As new companies bring an innovative approach to direct sales and existing companies evolve, consumers and investors alike are taking note of the industry’s momentum and adaptability to the demands of a digital age.
A recent Crain’s New York Business article highlights some up-and-coming direct sellers who are building their brands with a strong focus on technology. Chloe + Isabel and Ruby Ribbon—both two-year-old startups—generate much of their business through a strong online presence. Launched this year, style advice site Keaton Row uses social networks to connect women to one of its trained and vetted personal stylists.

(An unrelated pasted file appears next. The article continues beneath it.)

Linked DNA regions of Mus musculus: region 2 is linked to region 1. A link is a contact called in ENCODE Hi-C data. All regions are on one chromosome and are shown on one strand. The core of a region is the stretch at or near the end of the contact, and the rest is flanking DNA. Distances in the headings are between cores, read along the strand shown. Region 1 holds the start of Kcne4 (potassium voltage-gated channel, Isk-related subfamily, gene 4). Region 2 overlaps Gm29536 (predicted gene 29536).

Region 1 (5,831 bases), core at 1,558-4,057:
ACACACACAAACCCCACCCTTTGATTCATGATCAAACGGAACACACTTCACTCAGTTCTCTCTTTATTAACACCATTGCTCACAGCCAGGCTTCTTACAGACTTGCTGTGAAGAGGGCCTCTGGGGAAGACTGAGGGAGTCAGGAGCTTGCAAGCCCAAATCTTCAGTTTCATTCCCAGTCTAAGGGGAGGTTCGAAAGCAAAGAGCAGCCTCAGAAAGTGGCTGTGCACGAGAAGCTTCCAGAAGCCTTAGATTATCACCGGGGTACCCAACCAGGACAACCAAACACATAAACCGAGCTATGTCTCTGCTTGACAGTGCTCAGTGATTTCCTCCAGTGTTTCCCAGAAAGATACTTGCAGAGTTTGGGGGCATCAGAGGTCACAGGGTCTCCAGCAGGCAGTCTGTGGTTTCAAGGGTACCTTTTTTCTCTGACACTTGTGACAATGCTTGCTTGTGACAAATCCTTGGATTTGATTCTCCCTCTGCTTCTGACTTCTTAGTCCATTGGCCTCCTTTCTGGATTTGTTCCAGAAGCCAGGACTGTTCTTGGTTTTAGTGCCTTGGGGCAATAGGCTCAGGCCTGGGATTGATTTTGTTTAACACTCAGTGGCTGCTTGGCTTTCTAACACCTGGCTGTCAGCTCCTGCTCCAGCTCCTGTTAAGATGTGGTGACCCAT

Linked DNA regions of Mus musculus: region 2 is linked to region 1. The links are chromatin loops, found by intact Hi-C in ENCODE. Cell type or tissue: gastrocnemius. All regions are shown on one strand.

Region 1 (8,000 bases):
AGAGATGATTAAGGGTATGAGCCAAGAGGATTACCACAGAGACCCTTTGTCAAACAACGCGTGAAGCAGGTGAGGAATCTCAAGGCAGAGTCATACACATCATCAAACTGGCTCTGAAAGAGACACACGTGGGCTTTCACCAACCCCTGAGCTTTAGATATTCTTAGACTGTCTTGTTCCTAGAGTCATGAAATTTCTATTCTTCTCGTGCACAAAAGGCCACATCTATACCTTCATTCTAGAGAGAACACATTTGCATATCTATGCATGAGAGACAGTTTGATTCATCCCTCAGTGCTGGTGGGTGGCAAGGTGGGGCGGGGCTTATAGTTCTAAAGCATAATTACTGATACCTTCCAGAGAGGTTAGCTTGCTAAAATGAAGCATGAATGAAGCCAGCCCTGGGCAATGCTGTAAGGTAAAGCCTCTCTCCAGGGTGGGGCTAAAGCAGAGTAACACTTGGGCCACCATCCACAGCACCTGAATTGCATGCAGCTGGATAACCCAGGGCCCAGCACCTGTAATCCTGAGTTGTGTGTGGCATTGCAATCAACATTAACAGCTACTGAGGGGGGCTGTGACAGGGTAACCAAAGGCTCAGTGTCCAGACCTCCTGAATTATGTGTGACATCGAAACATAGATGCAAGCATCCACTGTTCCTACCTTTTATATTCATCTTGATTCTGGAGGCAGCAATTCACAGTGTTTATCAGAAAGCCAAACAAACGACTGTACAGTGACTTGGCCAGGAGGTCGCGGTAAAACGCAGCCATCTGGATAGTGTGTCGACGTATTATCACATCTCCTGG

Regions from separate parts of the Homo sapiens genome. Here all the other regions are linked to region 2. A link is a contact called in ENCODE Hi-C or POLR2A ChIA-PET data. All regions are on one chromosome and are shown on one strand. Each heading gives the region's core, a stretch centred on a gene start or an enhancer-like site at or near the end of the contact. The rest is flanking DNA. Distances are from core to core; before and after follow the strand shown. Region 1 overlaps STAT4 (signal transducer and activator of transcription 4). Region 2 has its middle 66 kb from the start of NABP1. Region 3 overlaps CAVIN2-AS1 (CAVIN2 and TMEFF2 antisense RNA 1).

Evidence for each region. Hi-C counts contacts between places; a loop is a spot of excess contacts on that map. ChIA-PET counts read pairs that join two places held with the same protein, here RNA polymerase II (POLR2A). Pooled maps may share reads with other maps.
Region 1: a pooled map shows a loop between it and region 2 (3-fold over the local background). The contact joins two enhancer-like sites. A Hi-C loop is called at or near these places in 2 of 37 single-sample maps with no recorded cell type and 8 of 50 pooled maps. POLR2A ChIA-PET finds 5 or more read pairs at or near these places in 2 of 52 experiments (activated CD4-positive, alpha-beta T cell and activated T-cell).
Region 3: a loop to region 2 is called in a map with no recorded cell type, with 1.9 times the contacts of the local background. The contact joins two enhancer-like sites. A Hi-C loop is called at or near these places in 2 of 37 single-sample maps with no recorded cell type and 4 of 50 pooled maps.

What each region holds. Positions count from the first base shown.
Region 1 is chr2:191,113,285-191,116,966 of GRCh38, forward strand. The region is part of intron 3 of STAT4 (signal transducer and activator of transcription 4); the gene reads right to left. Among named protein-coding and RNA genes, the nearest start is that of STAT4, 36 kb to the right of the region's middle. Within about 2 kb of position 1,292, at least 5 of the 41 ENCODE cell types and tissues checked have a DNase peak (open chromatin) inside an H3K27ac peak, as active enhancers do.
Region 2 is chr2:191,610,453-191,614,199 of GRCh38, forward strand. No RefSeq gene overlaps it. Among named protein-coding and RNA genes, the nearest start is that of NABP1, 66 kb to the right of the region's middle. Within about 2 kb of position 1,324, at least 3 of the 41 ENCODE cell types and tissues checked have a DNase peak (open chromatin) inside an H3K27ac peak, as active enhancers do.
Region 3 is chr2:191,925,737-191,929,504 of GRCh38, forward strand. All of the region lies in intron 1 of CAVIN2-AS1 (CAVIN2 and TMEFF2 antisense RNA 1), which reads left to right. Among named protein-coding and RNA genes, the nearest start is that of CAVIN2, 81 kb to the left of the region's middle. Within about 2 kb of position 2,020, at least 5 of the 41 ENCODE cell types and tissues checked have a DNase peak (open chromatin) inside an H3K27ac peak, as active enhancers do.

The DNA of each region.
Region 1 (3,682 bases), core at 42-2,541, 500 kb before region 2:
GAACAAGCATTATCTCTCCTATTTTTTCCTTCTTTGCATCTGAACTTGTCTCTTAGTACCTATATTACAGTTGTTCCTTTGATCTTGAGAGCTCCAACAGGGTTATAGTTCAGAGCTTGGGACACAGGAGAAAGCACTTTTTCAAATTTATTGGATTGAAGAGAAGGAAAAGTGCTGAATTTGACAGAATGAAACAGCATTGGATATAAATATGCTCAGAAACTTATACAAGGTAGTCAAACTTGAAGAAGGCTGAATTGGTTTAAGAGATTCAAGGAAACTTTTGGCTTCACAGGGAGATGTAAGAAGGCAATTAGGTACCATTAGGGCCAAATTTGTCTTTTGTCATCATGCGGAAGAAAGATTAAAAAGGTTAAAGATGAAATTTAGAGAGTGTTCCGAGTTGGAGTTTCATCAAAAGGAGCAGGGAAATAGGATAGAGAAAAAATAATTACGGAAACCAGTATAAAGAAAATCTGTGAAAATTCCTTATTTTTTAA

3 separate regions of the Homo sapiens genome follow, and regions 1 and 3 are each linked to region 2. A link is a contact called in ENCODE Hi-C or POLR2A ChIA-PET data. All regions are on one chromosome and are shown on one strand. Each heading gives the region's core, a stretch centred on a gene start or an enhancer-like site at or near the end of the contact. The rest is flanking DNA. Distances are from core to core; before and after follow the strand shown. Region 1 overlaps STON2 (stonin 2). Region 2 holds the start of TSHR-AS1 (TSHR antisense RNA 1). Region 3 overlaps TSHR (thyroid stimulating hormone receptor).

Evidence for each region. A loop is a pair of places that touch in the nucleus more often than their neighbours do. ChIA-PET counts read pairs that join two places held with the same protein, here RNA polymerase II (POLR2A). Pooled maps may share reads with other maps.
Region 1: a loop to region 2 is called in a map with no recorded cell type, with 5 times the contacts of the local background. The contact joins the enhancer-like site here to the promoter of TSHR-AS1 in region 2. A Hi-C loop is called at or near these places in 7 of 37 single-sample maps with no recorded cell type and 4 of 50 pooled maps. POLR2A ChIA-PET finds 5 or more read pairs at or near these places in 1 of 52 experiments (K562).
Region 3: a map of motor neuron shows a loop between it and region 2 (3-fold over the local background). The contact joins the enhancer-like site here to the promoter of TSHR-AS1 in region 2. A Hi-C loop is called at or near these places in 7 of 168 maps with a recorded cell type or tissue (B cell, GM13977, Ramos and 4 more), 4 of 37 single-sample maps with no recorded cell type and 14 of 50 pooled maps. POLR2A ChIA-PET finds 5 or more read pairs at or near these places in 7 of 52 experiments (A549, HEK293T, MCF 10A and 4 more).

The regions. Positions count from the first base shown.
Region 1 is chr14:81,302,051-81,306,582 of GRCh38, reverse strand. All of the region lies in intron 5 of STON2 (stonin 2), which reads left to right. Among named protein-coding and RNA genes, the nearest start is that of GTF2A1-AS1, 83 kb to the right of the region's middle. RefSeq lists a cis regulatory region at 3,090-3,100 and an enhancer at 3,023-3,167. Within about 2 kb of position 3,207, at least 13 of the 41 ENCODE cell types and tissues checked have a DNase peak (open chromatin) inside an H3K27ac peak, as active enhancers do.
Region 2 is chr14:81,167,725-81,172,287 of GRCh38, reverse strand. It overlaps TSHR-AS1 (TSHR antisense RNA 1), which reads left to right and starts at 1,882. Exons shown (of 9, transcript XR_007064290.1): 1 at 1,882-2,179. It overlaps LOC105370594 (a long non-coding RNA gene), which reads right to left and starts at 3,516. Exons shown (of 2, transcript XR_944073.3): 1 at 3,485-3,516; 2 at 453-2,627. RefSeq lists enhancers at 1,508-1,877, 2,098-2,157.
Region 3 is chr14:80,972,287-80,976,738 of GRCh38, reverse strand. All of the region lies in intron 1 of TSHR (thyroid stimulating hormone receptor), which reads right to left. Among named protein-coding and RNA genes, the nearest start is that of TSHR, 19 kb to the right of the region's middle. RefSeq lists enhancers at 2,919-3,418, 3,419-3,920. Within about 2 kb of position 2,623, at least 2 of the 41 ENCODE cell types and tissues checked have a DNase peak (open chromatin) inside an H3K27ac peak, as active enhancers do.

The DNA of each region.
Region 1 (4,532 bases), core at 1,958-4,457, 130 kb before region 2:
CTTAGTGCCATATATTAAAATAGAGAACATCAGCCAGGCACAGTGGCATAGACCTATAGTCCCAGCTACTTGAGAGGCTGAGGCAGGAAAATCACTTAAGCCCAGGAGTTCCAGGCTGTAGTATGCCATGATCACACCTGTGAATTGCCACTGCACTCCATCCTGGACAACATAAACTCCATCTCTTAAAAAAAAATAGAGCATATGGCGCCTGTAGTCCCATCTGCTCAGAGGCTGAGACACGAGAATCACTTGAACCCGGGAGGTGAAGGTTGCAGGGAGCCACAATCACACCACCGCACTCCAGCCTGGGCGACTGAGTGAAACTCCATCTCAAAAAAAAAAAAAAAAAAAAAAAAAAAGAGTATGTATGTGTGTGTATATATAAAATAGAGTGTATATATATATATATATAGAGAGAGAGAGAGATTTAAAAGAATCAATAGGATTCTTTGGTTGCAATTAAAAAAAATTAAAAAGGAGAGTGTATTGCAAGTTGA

As the writer points out, these newcomers are not “your grandmother’s Avon Ladies.” However, today’s Avon Ladies are not those of your grandmother’s day either. Avon more than holds its own as the No. 2 direct selling company in the world, with $10.7 billion in revenue in 2012. As she begins her tenure at the 100-year-old brand, CEO Sheri McCoy has committed to invest $200 million in updating the company’s information systems and cultivating digital platforms.
Recent startups have brought valuable innovation to direct sales, but the core of the business model remains something your grandmother’s Avon Lady would recognize: social connection. Industry sales rose 6 percent in 2012, and that number will continue to increase as more companies enrich their business model through digital tools.